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Sounds of Spring: What Creates the Unique Sounds of Melting Ice

Katie Thoresen/WXPR

After a winter of heavy snow blanketing the woods creating a peaceful silence, the sounds of spring can be almost deafening.

Birds return. Frogs wake from their frozen slumber. The ice melting on the lakes creates its own unique sound.

“Some people tell me it sounds like a groaning whale or like a laser gun, a Star Wars noise, or like you just said a Doctor Who noise,” said Emily Heald, Water Program Coordinator at the North Lakeland Discovery Center in Manitowish Waters.

The sounds are most often heard in the morning and evening during the biggest temperature swings of the day.

“That expansion and contraction, that’s what’s causing the ice to crack, and the cracking is what’s making that sound,” explained Heald.

What sound you’re exactly going to hear is dependent on a number of factors and nearly impossible to predict.

“It’s going to depend on so many things about how that sound wave is moving through the ice. You know, it’s affected by temperature, how quickly the temperature changes, ice quality, snow presence or absence, things like that,” said Healed.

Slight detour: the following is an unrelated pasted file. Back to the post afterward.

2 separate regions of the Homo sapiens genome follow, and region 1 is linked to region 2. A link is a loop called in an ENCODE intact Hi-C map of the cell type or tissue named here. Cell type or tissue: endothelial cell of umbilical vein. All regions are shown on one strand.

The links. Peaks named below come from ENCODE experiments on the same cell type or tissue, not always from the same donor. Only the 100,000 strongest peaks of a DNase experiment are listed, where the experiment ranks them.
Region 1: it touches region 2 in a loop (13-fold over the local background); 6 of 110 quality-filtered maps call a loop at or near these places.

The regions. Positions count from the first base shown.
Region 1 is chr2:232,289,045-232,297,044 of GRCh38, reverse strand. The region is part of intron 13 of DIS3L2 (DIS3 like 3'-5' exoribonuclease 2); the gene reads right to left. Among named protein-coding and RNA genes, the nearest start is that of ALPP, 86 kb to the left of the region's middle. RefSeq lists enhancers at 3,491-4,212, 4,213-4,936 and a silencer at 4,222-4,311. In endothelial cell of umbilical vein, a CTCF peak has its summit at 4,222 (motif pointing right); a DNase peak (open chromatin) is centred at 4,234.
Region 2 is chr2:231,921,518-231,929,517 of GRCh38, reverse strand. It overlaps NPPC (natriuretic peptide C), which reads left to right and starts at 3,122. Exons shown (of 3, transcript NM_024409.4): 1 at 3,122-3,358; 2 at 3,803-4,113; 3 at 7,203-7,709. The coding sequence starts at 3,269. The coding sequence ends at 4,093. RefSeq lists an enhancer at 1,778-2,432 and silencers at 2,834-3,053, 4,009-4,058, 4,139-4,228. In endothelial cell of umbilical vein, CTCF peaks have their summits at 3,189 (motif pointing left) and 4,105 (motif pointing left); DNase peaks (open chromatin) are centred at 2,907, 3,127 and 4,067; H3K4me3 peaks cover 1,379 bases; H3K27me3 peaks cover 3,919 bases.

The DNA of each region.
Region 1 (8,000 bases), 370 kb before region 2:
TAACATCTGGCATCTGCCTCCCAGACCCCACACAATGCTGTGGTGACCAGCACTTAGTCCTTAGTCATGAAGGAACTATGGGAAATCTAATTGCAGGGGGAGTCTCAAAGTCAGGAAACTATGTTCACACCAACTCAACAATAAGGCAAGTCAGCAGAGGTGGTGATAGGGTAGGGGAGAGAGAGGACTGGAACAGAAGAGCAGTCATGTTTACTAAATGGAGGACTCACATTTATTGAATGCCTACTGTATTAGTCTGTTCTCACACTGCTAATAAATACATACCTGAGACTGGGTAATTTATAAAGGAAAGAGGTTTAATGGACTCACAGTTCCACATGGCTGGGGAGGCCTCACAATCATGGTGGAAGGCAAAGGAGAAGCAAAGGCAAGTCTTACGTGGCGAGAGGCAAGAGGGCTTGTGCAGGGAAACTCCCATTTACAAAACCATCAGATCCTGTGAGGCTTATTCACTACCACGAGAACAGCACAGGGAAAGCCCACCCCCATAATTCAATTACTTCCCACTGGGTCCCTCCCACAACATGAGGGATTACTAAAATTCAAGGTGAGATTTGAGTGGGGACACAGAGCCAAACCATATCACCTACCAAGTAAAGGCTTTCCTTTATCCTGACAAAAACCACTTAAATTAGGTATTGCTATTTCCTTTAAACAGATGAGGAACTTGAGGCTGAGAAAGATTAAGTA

If you were lucky enough to hear the unique sounds for yourself this year, you likely notice it came a bit earlier than usual.

The early spring melt could mean you notice some difference on the lakes this summer, but Heald says it’s the changes in ice over hundreds of years.

She says there’s been some research that shows the time between ice on and ice off is declining.

“Long term changes in the ice can effect temperature which then affects the plants and animals that live in those lakes and there’s also a human component to that. It can be positive or negative depending on how you look at it, but think of things like shipping, transportation, fishing, cultural activities, things like that,” said Heald.

You can help with the research that looks into this.

If you track the day the ice covers a lake or the day it melts away, the DNR collects that information through its citizen lake monitoring program.

“A lot of people monitor ice on their lakes just for their own interest, but scientists can actually use those data for long term research studies,” said Heald. “You do need a long-term data set to draw conclusions about ice so there’s no better time than now to start doing that.”

We have a link to upload the information to the DNR on its website or you can email Heald and she’ll help you out, water@discoverycenter.net.

Katie Thoresen is WXPR's News Director/Vice President.
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